Hematology - Oncology
Sample Name: Colon Cancer Consult
Description: Newly diagnosed stage II colon cancer, with a stage T3c, N0, M0 colon cancer, grade 1. Although, the tumor was near obstructing, she was not having symptoms and in fact was having normal bowel movements.
(Medical Transcription Sample Report)
REASON FOR CONSULTATION: I was asked by Dr. X to see the patient in consultation for a new diagnosis of colon cancer.
HISTORY OF PRESENT ILLNESS: The patient presented to medical attention after she noticed mild abdominal cramping in February 2007. At that time, she was pregnant and was unsure if her symptoms might have been due to the pregnancy. Unfortunately, she had miscarriage at about seven weeks. She again had abdominal cramping, severe, in late March 2007. She underwent colonoscopy on 04/30/2007 by Dr. Y. Of note, she is with a family history of early colon cancers and had her first colonoscopy at age 35 and no polyps were seen at that time.
On colonoscopy, she was found to have a near-obstructing lesion at the splenic flexure. She was not able to have the scope passed past this lesion. Pathology showed a colon cancer, although I do not have a copy of that report at this time.
She had surgical resection done yesterday. The surgery was laparoscopic assisted with anastomosis. At the time of surgery, lymph nodes were palpable.
Pathology showed colon adenocarcinoma, low grade, measuring 3.8 x 1.7 cm, circumferential and invading in to the subserosal mucosa greater than 5 mm, 13 lymph nodes were negative for metastasis. There was no angiolymphatic invasion noted. Radial margin was 0.1 mm. Other margins were 5 and 6 mm. Testing for microsatellite instability is still pending.
REVIEW OF SYSTEMS: She has otherwise been feeling well. She has not had fevers, night sweats, or noticed lymphadenopathy. She has not had cough, shortness of breath, back pain, bone pain, blood in her stool, melena, or change in stool caliber. She was eating well up until the time of her surgery. She is up-to-date on mammography, which will be due again in June. She has no history of pulmonary, cardiac, renal, hepatic, thyroid, or central nervous system (CNS) disease.
ALLERGIES: PENICILLIN, WHICH CAUSED HIVES WHEN SHE WAS A CHILD.
MEDICATIONS PRIOR TO ADMISSION: None.
PAST MEDICAL HISTORY: No significant medical problem. She has had three miscarriages, all of them at about seven weeks. She has no prior surgeries.
FAMILY HISTORY: Father died of stage IV colon cancer at age 45. This occurred when the patient was young and she is not sure of the rest of the paternal family history. She does believe that aunts and uncles on that side may have died early. Her brother died of pancreas cancer at age 44. Another brother is aged 52 and he had polyps on colonoscopy a couple of years ago. Otherwise, he has no medical problem. Mother is aged 82 and healthy. She was recently diagnosed with hemochromatosis.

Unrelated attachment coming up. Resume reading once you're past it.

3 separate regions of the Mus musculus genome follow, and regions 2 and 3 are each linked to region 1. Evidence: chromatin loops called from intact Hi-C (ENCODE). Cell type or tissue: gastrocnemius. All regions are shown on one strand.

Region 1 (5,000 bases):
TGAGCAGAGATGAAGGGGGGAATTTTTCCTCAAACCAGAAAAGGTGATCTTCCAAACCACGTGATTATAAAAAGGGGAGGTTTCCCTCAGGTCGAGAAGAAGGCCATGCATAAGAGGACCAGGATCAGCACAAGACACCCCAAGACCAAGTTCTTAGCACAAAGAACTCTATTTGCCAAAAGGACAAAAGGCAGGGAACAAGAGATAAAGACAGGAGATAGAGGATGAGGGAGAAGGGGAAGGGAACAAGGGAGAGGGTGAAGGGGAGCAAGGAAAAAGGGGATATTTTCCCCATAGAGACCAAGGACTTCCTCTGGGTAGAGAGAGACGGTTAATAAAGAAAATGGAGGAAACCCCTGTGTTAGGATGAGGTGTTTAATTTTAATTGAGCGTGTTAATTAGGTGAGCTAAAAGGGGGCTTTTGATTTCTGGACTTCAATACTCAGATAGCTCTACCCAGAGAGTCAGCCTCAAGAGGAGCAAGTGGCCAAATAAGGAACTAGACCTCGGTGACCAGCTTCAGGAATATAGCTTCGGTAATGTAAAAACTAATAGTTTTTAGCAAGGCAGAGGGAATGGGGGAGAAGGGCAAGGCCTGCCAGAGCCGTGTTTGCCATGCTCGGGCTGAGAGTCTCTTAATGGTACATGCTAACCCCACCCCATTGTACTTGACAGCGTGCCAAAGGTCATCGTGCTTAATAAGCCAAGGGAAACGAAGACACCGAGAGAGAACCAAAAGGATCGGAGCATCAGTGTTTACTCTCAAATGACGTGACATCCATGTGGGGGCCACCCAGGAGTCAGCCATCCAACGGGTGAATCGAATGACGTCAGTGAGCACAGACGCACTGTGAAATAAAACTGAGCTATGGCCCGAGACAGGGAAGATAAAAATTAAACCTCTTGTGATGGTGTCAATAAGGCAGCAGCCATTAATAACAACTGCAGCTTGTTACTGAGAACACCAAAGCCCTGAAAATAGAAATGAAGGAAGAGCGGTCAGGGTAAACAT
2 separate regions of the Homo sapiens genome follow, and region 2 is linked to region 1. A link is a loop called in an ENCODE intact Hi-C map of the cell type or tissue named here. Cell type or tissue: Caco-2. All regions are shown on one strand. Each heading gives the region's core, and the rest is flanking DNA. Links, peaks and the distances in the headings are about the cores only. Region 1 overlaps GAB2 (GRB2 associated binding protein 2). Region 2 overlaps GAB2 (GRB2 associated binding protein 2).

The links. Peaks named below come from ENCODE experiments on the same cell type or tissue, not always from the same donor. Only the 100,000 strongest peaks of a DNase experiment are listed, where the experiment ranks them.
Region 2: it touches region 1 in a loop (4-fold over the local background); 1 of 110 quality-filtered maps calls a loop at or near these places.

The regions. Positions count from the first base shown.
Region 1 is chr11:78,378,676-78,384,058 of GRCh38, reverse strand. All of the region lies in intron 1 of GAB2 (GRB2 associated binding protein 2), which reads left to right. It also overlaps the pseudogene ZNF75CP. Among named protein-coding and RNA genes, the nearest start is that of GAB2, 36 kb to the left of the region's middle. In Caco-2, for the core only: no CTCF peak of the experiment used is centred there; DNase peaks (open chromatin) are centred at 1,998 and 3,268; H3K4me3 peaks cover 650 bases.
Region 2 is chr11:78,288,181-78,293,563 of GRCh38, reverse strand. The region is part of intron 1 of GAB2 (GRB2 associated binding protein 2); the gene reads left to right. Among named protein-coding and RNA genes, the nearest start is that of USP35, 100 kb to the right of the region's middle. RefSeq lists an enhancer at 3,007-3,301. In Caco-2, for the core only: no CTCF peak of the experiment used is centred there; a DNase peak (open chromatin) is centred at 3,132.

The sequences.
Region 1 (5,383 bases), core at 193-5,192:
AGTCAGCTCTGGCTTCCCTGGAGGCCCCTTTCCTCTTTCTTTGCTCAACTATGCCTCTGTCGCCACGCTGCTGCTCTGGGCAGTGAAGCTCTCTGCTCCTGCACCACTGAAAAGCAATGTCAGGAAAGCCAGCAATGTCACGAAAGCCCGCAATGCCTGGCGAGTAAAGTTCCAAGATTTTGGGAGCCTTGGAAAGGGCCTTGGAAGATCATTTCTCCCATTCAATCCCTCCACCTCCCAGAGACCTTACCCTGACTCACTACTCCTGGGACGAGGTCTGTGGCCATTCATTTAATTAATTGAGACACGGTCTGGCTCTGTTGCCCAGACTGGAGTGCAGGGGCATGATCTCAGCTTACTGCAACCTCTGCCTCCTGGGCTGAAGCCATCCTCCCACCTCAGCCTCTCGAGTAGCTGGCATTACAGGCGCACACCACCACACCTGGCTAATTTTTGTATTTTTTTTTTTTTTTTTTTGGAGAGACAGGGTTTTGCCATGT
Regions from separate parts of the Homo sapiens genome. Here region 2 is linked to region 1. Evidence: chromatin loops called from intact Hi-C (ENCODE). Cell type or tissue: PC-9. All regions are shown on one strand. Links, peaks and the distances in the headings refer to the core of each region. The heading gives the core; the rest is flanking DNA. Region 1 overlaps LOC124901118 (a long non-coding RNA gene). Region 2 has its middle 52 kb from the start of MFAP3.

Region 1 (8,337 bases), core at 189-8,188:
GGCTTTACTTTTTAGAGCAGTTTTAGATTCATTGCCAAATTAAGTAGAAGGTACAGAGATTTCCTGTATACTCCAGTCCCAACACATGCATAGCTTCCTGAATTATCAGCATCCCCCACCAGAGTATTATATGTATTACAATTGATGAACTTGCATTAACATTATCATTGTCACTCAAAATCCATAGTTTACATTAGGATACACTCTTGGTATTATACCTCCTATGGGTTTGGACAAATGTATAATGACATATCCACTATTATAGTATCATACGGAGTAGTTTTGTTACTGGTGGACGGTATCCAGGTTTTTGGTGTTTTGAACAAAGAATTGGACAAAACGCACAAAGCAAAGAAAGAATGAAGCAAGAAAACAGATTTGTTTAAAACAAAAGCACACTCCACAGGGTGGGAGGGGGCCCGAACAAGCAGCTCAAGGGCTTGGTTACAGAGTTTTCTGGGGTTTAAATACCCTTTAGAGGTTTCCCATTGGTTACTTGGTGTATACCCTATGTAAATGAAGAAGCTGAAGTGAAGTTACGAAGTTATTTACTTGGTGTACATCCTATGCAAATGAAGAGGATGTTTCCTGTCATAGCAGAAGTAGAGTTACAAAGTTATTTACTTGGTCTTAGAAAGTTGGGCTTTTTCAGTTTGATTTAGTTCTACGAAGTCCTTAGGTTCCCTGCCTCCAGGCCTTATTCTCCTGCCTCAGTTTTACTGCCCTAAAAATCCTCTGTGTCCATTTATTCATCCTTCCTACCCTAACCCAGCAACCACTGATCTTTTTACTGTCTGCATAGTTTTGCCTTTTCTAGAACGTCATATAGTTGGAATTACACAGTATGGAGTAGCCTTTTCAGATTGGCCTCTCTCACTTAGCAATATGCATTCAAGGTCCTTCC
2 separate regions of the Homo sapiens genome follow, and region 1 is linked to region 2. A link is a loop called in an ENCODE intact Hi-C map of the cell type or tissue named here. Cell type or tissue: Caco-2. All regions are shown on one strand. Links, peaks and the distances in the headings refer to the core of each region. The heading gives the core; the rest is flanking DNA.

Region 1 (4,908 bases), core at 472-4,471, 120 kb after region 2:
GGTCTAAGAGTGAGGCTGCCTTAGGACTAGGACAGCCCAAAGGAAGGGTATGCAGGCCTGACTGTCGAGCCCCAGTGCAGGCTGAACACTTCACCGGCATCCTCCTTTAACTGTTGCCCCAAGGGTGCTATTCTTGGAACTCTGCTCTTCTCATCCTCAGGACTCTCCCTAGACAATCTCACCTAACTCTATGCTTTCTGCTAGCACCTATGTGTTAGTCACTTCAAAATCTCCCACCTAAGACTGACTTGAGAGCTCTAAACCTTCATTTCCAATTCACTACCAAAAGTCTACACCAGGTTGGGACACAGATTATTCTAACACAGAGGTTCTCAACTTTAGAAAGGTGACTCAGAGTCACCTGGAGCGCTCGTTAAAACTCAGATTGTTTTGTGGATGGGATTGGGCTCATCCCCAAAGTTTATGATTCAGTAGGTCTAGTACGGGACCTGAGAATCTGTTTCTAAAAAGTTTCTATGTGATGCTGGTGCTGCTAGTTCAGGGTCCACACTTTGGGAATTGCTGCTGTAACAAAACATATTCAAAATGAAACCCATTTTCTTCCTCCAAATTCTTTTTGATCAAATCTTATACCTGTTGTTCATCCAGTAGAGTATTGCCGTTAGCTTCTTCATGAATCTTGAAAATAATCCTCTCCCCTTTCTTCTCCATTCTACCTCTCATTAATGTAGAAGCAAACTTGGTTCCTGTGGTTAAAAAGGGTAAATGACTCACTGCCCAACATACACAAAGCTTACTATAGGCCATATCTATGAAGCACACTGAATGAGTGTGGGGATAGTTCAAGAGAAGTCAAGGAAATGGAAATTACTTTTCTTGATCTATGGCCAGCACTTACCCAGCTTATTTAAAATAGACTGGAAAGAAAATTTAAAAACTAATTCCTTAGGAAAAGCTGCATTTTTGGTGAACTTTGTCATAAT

GENERAL: She is in no acute distress.
VITAL SIGNS: The patient is afebrile with a pulse of 78, respirations 16, blood pressure 124/70, and pulse oximetry is 93% on 3 L of oxygen by nasal cannula.
SKIN: Warm and dry. She has no jaundice.
LYMPHATICS: No cervical or supraclavicular lymph nodes are palpable.
LUNGS: There is no respiratory distress.
ABDOMEN: Soft and mildly tender. Dressings are clean and dry.
EXTREMITIES: No peripheral edema is noted. Sequential compression devices (SCDs) are in place.
LABORATORY DATA: White blood count of 11.7, hemoglobin 12.8, hematocrit 37.8, platelets 408, differential shows left shift, MCV is 99.6. Sodium is 136, potassium 4.1, bicarb 25, chloride 104, BUN 5, creatinine 0.7, and glucose is 133. Calcium is 8.8 and magnesium is 1.8.
IMPRESSION AND PLAN: Newly diagnosed stage II colon cancer, with a stage T3c, N0, M0 colon cancer, grade 1. She does not have high-risk factors such as high grade or angiolymphatic invasion, and adequate number of lymph nodes were sampled. Although, the tumor was near obstructing, she was not having symptoms and in fact was having normal bowel movements.
A lengthy discussion was held with the patient regarding her diagnosis and prognosis. Firstly, she has a good prognosis for being cured without adjuvant therapy. I would consider her borderline for chemotherapy given her young age. Referring to the database that had been online, she has a 13% chance of relapse in the next five years, and with aggressive chemotherapy (X-linked agammaglobulinemia (XLA) platinum-based), this would be reduced to an 8% risk of relapse with a 5% benefit. Chemotherapy with 5-FU based regimen would have a smaller benefit of around 2.5%.
She has a family history of early colon cancer. Her mother will be visiting in the weekend and plan is to obtain the rest of the paternal family history if we can. Tumor is being tested for microsatellite instability and we will discuss this when those results are available. She has one sibling and he is up-to-date on colonoscopy. She does report multiple tubes of blood were drawn prior to her admission. I will check with Dr. Y's office whether she has had a CEA and liver-associated enzymes assessed. If not, those can be drawn tomorrow.
Keywords: hematology - oncology, abdominal cramping, angiolymphatic invasion, newly diagnosed, lymph nodes, colon cancer, blood, chemotherapy, colonoscopy,